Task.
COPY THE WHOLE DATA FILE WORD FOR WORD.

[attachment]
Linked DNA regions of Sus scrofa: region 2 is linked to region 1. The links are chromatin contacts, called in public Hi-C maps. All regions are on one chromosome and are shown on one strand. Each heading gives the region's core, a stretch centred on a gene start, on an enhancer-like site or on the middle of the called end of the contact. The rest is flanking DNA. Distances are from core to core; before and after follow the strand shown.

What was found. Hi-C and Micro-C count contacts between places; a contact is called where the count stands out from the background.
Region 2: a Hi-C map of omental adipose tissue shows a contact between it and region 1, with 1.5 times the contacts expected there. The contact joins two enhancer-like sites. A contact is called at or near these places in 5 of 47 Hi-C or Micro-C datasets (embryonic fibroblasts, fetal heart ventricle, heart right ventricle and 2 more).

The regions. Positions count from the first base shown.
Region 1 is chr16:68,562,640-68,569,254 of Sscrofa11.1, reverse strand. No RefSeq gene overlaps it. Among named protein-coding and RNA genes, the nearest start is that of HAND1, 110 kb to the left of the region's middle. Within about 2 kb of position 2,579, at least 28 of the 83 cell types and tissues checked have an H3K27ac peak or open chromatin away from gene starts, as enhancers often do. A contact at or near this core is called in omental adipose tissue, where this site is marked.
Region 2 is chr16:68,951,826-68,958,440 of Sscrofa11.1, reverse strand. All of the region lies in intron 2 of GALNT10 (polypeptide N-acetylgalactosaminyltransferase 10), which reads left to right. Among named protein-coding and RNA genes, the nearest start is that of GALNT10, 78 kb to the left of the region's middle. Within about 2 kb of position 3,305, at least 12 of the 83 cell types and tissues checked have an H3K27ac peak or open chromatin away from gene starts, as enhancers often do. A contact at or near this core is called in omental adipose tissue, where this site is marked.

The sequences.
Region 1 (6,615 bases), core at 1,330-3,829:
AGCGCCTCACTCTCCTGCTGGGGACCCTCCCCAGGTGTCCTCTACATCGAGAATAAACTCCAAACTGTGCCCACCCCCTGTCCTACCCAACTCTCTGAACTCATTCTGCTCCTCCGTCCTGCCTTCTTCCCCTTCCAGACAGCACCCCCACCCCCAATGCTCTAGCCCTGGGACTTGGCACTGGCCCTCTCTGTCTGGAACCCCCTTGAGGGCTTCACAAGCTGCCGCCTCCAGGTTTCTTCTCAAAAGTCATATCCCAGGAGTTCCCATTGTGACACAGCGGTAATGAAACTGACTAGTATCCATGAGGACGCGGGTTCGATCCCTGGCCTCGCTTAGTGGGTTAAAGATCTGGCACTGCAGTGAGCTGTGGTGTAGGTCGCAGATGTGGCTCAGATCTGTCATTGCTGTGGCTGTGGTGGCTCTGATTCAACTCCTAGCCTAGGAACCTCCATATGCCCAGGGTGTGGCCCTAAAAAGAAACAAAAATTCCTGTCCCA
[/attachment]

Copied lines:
Linked DNA regions of Sus scrofa: region 2 is linked to region 1. The links are chromatin contacts, called in public Hi-C maps. All regions are on one chromosome and are shown on one strand. Each heading gives the region's core, a stretch centred on a gene start, on an enhancer-like site or on the middle of the called end of the contact. The rest is flanking DNA. Distances are from core to core; before and after follow the strand shown.

What was found. Hi-C and Micro-C count contacts between places; a contact is called where the count stands out from the background.
Region 2: a Hi-C map of omental adipose tissue shows a contact between it and region 1, with 1.5 times the contacts expected there. The contact joins two enhancer-like sites. A contact is called at or near these places in 5 of 47 Hi-C or Micro-C datasets (embryonic fibroblasts, fetal heart ventricle, heart right ventricle and 2 more).

The regions. Positions count from the first base shown.
Region 1 is chr16:68,562,640-68,569,254 of Sscrofa11.1, reverse strand. No RefSeq gene overlaps it. Among named protein-coding and RNA genes, the nearest start is that of HAND1, 110 kb to the left of the region's middle. Within about 2 kb of position 2,579, at least 28 of the 83 cell types and tissues checked have an H3K27ac peak or open chromatin away from gene starts, as enhancers often do. A contact at or near this core is called in omental adipose tissue, where this site is marked.
Region 2 is chr16:68,951,826-68,958,440 of Sscrofa11.1, reverse strand. All of the region lies in intron 2 of GALNT10 (polypeptide N-acetylgalactosaminyltransferase 10), which reads left to right. Among named protein-coding and RNA genes, the nearest start is that of GALNT10, 78 kb to the left of the region's middle. Within about 2 kb of position 3,305, at least 12 of the 83 cell types and tissues checked have an H3K27ac peak or open chromatin away from gene starts, as enhancers often do. A contact at or near this core is called in omental adipose tissue, where this site is marked.

The sequences.
Region 1 (6,615 bases), core at 1,330-3,829:
AGCGCCTCACTCTCCTGCTGGGGACCCTCCCCAGGTGTCCTCTACATCGAGAATAAACTCCAAACTGTGCCCACCCCCTGTCCTACCCAACTCTCTGAACTCATTCTGCTCCTCCGTCCTGCCTTCTTCCCCTTCCAGACAGCACCCCCACCCCCAATGCTCTAGCCCTGGGACTTGGCACTGGCCCTCTCTGTCTGGAACCCCCTTGAGGGCTTCACAAGCTGCCGCCTCCAGGTTTCTTCTCAAAAGTCATATCCCAGGAGTTCCCATTGTGACACAGCGGTAATGAAACTGACTAGTATCCATGAGGACGCGGGTTCGATCCCTGGCCTCGCTTAGTGGGTTAAAGATCTGGCACTGCAGTGAGCTGTGGTGTAGGTCGCAGATGTGGCTCAGATCTGTCATTGCTGTGGCTGTGGTGGCTCTGATTCAACTCCTAGCCTAGGAACCTCCATATGCCCAGGGTGTGGCCCTAAAAAGAAACAAAAATTCCTGTCCCA